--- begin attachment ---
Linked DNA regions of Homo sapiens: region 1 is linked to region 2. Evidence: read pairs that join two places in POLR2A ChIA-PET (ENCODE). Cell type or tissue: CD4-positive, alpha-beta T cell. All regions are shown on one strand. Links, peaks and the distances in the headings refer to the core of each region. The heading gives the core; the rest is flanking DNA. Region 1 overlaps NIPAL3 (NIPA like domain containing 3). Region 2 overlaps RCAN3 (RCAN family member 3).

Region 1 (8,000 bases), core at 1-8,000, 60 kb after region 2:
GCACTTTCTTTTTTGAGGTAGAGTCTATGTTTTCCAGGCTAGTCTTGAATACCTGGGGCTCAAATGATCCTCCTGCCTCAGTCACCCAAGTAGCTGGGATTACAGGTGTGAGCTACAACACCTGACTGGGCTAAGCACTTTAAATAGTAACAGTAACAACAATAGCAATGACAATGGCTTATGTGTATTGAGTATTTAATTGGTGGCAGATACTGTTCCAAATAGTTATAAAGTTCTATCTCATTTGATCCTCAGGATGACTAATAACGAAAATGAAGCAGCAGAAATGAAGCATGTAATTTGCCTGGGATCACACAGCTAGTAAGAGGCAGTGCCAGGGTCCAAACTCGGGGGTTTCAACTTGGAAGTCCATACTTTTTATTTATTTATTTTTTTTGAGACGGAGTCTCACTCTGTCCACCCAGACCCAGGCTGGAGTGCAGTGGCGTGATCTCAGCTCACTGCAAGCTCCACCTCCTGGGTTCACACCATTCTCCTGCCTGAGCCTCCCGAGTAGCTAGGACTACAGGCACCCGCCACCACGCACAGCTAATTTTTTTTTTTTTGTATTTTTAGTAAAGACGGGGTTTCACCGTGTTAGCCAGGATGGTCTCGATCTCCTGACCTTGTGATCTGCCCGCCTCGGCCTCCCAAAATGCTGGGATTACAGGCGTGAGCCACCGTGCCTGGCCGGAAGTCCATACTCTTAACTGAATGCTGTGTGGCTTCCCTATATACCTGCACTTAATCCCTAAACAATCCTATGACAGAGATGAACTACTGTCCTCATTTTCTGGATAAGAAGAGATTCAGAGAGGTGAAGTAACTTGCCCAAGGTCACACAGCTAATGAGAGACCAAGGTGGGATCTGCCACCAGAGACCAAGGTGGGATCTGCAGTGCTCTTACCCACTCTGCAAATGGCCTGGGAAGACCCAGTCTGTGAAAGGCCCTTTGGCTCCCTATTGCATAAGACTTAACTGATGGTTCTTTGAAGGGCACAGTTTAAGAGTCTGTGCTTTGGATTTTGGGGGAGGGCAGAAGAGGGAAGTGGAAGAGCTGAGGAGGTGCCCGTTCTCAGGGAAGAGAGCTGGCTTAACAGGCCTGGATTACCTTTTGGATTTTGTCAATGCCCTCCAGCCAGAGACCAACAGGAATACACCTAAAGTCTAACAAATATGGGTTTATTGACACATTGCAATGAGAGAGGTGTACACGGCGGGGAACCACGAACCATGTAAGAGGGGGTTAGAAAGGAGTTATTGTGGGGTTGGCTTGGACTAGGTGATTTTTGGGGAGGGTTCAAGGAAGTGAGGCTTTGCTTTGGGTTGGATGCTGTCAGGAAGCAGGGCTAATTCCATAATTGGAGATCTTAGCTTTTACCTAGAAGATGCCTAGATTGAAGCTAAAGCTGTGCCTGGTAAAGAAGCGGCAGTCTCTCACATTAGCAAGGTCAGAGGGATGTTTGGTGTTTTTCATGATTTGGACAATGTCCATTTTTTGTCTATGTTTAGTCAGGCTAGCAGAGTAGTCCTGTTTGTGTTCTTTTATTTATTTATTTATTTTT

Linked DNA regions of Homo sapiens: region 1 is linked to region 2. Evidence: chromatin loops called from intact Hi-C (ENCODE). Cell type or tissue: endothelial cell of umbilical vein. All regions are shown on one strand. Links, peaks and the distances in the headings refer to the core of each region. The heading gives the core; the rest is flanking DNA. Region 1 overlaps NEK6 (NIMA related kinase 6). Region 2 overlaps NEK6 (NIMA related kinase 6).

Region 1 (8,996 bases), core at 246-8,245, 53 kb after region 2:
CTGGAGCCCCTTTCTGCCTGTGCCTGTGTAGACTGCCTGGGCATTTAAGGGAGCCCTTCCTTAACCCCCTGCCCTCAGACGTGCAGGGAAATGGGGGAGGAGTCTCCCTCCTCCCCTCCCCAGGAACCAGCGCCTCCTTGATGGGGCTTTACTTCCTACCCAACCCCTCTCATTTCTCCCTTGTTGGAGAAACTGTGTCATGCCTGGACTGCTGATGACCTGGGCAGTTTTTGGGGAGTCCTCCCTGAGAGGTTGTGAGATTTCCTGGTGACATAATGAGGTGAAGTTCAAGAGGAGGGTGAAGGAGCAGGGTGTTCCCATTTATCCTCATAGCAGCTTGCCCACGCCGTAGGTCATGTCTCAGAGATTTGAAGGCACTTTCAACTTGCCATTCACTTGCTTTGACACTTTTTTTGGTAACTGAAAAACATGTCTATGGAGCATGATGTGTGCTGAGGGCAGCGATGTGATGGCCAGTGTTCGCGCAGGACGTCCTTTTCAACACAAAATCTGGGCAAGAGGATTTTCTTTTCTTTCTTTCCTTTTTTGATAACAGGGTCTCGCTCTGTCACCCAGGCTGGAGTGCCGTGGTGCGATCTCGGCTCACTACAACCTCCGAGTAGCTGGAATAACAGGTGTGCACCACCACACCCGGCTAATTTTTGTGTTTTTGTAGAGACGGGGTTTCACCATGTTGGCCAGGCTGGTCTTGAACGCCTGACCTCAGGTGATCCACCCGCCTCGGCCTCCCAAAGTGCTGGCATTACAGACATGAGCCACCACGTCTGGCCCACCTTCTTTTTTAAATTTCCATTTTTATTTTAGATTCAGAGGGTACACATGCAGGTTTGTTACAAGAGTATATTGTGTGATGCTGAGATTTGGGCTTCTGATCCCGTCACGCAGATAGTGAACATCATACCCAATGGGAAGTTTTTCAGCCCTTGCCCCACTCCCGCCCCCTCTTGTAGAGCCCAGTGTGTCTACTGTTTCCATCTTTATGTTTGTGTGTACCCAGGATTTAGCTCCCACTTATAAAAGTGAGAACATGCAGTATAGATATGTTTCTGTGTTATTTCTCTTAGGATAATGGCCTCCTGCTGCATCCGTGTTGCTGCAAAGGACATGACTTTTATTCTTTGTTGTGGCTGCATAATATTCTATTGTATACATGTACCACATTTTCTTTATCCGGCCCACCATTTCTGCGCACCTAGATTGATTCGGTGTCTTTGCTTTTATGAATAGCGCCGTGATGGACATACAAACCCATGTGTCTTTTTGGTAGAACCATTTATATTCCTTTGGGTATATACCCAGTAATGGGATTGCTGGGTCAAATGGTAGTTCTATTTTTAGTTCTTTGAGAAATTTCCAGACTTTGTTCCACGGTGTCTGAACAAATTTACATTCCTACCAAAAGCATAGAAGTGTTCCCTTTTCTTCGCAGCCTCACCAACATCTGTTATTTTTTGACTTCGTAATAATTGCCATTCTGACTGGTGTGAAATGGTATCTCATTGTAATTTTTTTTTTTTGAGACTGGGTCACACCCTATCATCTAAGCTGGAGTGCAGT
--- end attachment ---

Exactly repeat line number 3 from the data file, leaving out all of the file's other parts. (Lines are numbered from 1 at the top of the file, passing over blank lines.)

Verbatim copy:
GCACTTTCTTTTTTGAGGTAGAGTCTATGTTTTCCAGGCTAGTCTTGAATACCTGGGGCTCAAATGATCCTCCTGCCTCAGTCACCCAAGTAGCTGGGATTACAGGTGTGAGCTACAACACCTGACTGGGCTAAGCACTTTAAATAGTAACAGTAACAACAATAGCAATGACAATGGCTTATGTGTATTGAGTATTTAATTGGTGGCAGATACTGTTCCAAATAGTTATAAAGTTCTATCTCATTTGATCCTCAGGATGACTAATAACGAAAATGAAGCAGCAGAAATGAAGCATGTAATTTGCCTGGGATCACACAGCTAGTAAGAGGCAGTGCCAGGGTCCAAACTCGGGGGTTTCAACTTGGAAGTCCATACTTTTTATTTATTTATTTTTTTTGAGACGGAGTCTCACTCTGTCCACCCAGACCCAGGCTGGAGTGCAGTGGCGTGATCTCAGCTCACTGCAAGCTCCACCTCCTGGGTTCACACCATTCTCCTGCCTGAGCCTCCCGAGTAGCTAGGACTACAGGCACCCGCCACCACGCACAGCTAATTTTTTTTTTTTTGTATTTTTAGTAAAGACGGGGTTTCACCGTGTTAGCCAGGATGGTCTCGATCTCCTGACCTTGTGATCTGCCCGCCTCGGCCTCCCAAAATGCTGGGATTACAGGCGTGAGCCACCGTGCCTGGCCGGAAGTCCATACTCTTAACTGAATGCTGTGTGGCTTCCCTATATACCTGCACTTAATCCCTAAACAATCCTATGACAGAGATGAACTACTGTCCTCATTTTCTGGATAAGAAGAGATTCAGAGAGGTGAAGTAACTTGCCCAAGGTCACACAGCTAATGAGAGACCAAGGTGGGATCTGCCACCAGAGACCAAGGTGGGATCTGCAGTGCTCTTACCCACTCTGCAAATGGCCTGGGAAGACCCAGTCTGTGAAAGGCCCTTTGGCTCCCTATTGCATAAGACTTAACTGATGGTTCTTTGAAGGGCACAGTTTAAGAGTCTGTGCTTTGGATTTTGGGGGAGGGCAGAAGAGGGAAGTGGAAGAGCTGAGGAGGTGCCCGTTCTCAGGGAAGAGAGCTGGCTTAACAGGCCTGGATTACCTTTTGGATTTTGTCAATGCCCTCCAGCCAGAGACCAACAGGAATACACCTAAAGTCTAACAAATATGGGTTTATTGACACATTGCAATGAGAGAGGTGTACACGGCGGGGAACCACGAACCATGTAAGAGGGGGTTAGAAAGGAGTTATTGTGGGGTTGGCTTGGACTAGGTGATTTTTGGGGAGGGTTCAAGGAAGTGAGGCTTTGCTTTGGGTTGGATGCTGTCAGGAAGCAGGGCTAATTCCATAATTGGAGATCTTAGCTTTTACCTAGAAGATGCCTAGATTGAAGCTAAAGCTGTGCCTGGTAAAGAAGCGGCAGTCTCTCACATTAGCAAGGTCAGAGGGATGTTTGGTGTTTTTCATGATTTGGACAATGTCCATTTTTTGTCTATGTTTAGTCAGGCTAGCAGAGTAGTCCTGTTTGTGTTCTTTTATTTATTTATTTATTTTT